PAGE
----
Anima: Where The Wild Things Are

The relationship between people and animals, domesticated and wild, is endlessly fascinating. Some we admire from afar with awe, like the cuddly-looking but ferocious polar bear, while others play ball with us on the front yard or beg us incessantly for a bite of our burrito.  Living closely with an animal reveals just how intelligent, emotional, and unabashedly different they are.  Currently, Louis Stern Fine Arts is hosting an exhibition that through a number of critically acclaimed black and white photographs, captures the physical reality of animals with remarkable emotion.Anima:The Photography of Jean Francois Spricigo explores the relationship between animals and nature, but also provokes the viewer to contemplate our place amongst these wonderful creatures.

Belgian-born Spricigo, winner of the 2008 Laureate of the Prix de Photographie de l’Academie des Beaux-Arts, is one of the art world’s most eloquently outspoken animal advocates.  His admiration and respect for his subjects is evident in his photography.  Many popular animal photographers subject the animal to human confines a la Hallmark (kittens in picnic baskets), but Spricigo’s photographs capture more candid and intimate moments.  It’s easy to forget that he and his camera were present—his photographs evoke such an untouched solitude.

The first images that I experienced on entering the gallery were a combination of animals and natural objects, displayed in a double-triptych form.  This series of six images, some of abstract landscapes, others of animals in motion, immediately set the stage for the exhibition’s narrative. Two ducks swim along their way, utterly oblivious to the camera, while the sweet and vulnerable eyes of a dog stare right at the viewer, beckoning compassion and understanding.  In another photograph, a single dog almost lost in a blanket of night sky, offset by blurred city lights in the distance, serves as a harsh reminder of the divide that separates the manufactured human world from the visceral animal world.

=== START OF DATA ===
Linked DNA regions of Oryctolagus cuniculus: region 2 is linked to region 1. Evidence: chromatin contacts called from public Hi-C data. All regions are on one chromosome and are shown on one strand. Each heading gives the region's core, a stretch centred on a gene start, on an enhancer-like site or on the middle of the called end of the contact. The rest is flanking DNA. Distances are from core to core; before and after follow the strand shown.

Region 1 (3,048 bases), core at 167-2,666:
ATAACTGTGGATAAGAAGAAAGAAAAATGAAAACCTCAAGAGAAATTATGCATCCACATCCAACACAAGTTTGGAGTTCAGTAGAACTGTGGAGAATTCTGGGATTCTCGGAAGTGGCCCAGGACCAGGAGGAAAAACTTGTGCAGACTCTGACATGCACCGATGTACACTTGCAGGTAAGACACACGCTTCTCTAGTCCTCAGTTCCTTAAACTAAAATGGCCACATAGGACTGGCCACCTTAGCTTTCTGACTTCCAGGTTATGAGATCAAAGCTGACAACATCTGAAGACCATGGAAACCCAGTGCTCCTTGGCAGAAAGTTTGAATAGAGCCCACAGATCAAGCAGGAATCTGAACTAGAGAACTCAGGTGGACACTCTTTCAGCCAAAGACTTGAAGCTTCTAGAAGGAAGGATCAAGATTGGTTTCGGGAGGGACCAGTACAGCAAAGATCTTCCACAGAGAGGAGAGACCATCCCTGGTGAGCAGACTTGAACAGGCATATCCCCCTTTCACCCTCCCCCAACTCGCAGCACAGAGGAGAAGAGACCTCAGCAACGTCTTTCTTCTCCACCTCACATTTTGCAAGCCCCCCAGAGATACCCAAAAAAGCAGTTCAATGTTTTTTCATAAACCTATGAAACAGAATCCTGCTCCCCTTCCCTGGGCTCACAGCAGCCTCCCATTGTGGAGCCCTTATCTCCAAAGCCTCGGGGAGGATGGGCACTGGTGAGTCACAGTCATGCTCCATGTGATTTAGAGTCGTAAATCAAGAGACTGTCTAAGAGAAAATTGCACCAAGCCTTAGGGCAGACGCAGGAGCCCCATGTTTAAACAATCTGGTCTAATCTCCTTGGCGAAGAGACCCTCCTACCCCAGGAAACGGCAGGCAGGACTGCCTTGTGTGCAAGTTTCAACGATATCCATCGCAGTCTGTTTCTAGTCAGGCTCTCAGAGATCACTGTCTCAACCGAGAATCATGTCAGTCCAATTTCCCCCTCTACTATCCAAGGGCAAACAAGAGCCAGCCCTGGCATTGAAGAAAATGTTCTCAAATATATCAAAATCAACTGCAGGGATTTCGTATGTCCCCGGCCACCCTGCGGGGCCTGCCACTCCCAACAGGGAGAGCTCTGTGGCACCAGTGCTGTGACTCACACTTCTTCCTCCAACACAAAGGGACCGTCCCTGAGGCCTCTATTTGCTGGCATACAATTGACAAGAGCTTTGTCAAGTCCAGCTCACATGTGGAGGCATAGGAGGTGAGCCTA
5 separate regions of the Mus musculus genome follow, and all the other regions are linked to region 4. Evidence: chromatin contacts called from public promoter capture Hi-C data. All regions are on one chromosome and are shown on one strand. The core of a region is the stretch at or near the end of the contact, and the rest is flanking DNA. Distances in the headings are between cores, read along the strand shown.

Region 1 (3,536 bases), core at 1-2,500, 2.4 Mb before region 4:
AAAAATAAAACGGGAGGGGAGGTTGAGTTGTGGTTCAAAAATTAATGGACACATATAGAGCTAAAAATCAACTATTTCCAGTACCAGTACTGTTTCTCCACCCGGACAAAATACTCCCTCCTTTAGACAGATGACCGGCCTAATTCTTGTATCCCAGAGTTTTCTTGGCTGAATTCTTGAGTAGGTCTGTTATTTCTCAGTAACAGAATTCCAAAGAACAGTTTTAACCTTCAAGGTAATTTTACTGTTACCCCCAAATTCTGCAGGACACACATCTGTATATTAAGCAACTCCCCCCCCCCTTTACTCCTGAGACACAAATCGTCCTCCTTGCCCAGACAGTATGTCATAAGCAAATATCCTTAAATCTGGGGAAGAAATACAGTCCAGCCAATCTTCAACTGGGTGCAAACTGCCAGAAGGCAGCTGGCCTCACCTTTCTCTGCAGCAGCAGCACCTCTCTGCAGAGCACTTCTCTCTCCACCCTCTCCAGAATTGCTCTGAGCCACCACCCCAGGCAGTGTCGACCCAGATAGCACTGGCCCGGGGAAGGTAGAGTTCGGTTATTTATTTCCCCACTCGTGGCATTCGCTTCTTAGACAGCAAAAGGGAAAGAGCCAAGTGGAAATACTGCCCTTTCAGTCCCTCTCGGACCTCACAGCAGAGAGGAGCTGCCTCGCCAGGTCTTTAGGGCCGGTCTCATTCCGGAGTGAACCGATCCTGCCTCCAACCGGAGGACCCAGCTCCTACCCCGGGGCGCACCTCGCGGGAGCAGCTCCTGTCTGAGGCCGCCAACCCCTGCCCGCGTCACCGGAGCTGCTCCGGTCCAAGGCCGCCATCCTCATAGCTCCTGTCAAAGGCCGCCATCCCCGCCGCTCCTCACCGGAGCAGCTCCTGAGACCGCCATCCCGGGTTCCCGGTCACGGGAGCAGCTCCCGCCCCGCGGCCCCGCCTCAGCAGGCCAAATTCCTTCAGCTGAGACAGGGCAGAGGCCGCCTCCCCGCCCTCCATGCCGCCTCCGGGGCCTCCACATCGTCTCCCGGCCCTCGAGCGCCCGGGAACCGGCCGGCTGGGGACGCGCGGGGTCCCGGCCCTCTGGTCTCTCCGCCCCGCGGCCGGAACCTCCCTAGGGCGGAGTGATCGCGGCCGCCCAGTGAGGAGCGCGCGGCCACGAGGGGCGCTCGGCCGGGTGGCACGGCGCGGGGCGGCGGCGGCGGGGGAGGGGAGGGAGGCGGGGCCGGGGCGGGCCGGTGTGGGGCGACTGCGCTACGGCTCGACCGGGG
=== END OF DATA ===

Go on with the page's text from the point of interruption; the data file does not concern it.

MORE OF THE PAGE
The cats, dogs, birds, leopards, horses and cows represented in Spricigo’s work are captured as if caught off guard.  Spricigo’s photographs reveal a deep, soulful quality in his otherwise “common” subjects.  One piece captures the hearty laugh of a bah-ing billy goat with such depth that you feel as if you’re in on the joke.  Other heartwarming images include a fluffy, tiny, inquisitive square-shaped bird, and a playful, rambunctious dog, equipped with a stick and ready for the chase.  These images call to mind feelings of companionship, and at times lend a “family portrait”-like quality to the exhibition.

The interesting thing about Spricigo’s approach to his subject matter is that while his photography does call to mind the connection we have for animals, it also exposes them in moments of isolation and reflection.  Many of his photographs resemble impressionistic paintings in that they are mildly surrealist, blurred, and depict the animals in their natural, daily, and often private activities.  The third room of the exhibition houses the greatest number of these photographs, where Spricigo’s skill is just as impressive as his subject matter.  A lone horse at pasture is practically absorbed into the mist—something Spricigo depicts as hundreds of softly focused dots, while across the room, a sharply focused shot of a bird’s feet on a fence seamlessly coexists.  It is this diversity and range, not only in the photographs of Anima but also in the natural world, that make the psychological complexity of animals so enthralling.

-by Brittany Krasner

After a two month run at the Palais de l’Institute de France, Anima: The Photography of Jean Francois Spricigo has made quite a splash at its American debut in West Hollywood and is on view at Louis Stern Fine Arts through February 13. For more information, please call (310) 276-0147 or click here.

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